I, for what it's worth, have found these techniques to be powerful, useful and practical on real commercial projects. Applied wisely, focusing the effort where the higher risks are, they can make bugs rare enough that I might even consider getting into a taxi driven by your software. Well, almost. But certainly, I would feel much safer and more confident using the everyday software that we all think of as non-critical that, when the blue moon shines above Brigadoon, turns out to be anything but.

UPDATE: Couple of things since I posted this ramble.

1. Chris Vest (@chvest) recommends pitest for mutation testing in Java. As for other languages, nit sure what's out there these days. It has to be said, Java often tends to be the target platform for this sort of thing. That could be a university thing. Maybe in 2020 they'll all be in Python.

2. Another kind of coverage that I meant to mention but forgot in my sleep-deprived stupor: concurrent coverage. This is a biiiiig topic. Think of all the possible sequences of actions in a single-threaded state machine. Now add a second state machine that accesses the same data at the same time. We now have to consider how the sequences of instructions in both processes might now be interleaved, and hence we get a potential explosion of possible paths to consider. Visualising the interactions of two or more threads on the same data can be helped with UML sequence diagrams, and this has often been the informal way I've thought about multithreaded logic. But, as with state charts, their informal nature can easily hide combinations we didn't think of, so on critical code, we may find value in techniques like model checking. But, I suspect, much work needs to be done to bring these kinds of tools into the mainstream.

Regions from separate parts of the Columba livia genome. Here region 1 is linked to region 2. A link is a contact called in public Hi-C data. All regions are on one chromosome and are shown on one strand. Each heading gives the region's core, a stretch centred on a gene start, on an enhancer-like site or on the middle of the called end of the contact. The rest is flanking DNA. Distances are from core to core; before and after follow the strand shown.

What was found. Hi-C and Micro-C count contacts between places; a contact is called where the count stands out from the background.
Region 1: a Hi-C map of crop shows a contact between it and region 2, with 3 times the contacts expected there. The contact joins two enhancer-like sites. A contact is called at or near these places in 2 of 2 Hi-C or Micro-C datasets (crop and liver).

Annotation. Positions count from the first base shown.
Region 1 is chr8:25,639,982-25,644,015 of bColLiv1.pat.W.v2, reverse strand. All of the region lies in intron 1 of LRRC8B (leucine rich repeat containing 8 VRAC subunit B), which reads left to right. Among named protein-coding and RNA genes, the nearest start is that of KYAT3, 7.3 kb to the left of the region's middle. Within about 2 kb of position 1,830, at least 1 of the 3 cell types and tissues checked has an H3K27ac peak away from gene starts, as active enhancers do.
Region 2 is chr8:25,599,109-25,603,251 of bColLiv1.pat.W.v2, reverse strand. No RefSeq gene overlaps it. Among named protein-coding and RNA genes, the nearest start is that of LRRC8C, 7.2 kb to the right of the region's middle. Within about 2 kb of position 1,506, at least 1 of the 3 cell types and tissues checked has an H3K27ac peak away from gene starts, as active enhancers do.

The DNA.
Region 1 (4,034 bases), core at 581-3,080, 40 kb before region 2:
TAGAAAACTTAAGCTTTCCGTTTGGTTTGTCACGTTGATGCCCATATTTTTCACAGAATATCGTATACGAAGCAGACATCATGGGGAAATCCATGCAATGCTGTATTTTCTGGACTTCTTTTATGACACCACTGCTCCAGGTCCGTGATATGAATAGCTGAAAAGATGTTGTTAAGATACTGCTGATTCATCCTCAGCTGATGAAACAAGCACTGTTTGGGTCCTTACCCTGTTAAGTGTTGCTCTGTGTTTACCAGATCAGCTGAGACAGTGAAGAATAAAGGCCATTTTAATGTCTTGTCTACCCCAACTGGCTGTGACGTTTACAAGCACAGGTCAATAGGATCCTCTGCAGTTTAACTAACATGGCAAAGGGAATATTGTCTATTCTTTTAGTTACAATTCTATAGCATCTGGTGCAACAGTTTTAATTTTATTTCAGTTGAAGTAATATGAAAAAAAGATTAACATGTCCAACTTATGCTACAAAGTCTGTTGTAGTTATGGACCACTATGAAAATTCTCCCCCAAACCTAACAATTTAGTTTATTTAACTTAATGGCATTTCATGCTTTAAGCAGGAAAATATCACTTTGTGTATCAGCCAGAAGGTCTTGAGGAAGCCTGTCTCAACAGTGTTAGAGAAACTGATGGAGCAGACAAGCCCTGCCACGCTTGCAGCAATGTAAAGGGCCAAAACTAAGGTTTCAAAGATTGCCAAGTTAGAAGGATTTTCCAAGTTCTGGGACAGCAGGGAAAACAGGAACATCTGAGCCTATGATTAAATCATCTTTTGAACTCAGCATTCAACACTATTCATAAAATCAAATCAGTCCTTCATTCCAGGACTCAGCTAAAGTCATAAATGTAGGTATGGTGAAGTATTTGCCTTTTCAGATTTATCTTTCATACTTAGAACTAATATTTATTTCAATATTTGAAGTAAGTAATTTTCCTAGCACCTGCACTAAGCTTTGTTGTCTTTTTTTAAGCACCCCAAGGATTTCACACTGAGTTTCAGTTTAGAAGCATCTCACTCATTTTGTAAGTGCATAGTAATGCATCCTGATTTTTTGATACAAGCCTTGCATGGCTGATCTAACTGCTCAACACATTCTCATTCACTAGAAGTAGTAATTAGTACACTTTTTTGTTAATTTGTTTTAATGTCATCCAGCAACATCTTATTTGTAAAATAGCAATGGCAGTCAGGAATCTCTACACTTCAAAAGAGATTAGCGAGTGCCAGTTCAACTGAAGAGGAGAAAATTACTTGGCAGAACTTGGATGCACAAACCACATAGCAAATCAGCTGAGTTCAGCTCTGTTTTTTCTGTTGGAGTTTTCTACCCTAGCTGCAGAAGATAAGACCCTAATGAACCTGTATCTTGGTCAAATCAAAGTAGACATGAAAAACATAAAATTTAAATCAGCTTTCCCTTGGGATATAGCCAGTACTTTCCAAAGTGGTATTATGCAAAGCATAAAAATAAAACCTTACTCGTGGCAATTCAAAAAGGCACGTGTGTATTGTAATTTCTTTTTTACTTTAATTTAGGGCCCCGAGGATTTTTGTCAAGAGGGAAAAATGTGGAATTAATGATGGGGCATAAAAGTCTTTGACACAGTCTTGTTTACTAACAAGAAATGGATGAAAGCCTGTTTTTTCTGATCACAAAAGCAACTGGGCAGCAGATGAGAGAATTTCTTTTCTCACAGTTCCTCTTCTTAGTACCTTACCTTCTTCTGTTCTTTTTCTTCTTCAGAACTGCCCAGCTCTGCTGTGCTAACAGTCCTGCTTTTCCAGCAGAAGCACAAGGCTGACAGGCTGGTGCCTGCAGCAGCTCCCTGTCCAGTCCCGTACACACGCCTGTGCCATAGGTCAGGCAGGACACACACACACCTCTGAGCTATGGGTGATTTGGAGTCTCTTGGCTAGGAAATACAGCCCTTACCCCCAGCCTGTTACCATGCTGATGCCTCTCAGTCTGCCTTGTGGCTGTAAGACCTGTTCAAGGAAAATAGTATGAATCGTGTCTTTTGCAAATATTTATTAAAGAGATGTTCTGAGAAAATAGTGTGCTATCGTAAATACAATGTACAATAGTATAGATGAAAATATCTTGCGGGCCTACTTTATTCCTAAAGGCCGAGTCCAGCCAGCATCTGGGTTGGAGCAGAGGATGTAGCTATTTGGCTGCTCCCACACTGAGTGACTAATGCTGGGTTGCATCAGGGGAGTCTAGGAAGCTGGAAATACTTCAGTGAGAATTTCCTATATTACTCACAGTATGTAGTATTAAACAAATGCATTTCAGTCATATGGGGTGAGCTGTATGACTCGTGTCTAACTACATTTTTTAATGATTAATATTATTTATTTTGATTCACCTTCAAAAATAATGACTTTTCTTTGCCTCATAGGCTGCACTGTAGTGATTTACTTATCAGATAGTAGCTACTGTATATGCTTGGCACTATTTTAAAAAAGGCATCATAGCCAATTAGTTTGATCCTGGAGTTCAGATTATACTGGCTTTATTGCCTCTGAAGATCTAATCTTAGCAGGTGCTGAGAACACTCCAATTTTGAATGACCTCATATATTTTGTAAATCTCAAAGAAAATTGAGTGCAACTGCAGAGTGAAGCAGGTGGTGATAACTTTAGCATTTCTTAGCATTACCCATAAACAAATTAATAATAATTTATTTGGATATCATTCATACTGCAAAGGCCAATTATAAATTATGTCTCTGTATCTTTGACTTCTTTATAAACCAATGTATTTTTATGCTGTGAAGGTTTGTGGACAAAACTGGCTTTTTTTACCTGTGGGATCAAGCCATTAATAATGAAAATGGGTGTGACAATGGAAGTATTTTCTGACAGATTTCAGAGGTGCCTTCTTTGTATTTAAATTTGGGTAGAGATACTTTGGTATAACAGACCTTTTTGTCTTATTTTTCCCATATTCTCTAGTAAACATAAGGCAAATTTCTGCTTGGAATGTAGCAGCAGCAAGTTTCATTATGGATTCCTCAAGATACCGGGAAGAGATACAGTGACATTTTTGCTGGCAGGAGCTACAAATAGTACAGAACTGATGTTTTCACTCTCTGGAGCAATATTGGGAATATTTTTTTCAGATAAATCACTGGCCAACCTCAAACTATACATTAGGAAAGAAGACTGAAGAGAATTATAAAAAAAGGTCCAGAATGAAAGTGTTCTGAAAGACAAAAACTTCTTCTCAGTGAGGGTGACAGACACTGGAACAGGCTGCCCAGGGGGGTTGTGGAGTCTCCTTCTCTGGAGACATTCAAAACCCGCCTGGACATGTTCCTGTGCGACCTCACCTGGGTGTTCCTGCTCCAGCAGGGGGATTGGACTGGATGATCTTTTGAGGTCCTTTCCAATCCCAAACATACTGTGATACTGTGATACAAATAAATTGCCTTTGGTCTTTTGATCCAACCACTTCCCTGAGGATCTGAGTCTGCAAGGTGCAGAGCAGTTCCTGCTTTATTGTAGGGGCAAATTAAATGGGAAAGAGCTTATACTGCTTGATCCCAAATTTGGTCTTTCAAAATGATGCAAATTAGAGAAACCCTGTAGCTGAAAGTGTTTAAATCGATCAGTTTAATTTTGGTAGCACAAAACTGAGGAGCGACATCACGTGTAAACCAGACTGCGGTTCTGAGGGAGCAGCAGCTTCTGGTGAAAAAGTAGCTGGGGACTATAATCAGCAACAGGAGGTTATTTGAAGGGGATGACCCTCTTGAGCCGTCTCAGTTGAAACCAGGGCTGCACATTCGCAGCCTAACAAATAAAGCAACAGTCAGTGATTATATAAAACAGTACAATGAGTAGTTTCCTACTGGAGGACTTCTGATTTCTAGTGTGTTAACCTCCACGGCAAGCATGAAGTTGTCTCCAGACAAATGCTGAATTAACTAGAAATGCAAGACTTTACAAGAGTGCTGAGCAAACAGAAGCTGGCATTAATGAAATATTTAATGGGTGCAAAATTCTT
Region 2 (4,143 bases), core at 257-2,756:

Finally, before I forget, one extremely useful - and much overlooked - technique for improving the coverage of our tests is inspections. There's much to be gained by carefully reading our code and asking of each line "what could do wrong here?" Code inspections, as they exist in the messy, higgledy-piggledy world today, are not much cop, though. More rigorous techniques, like guided inspection, we pick test cases and step through the code in a kind of mock execution, can really help focus our minds and draw out issues we didn't spot.


Oh yeah, almost forgot. Another great technique for improving test coverage is to make your code simpler. Simpler code tends to need less testing, because there are less things that could go wrong. It's important to be especially aware of this when agreeing customer requirements and writing acceptance tests. Once we've committed to a complex feature, our software must handle every potential input meaningfully, which generates a lot of test cases. You see, cost and time aren't the only variables to trade off. Reliability should be a key factor to consider.

Posted 2 weeks, 2 days ago on January 27, 2014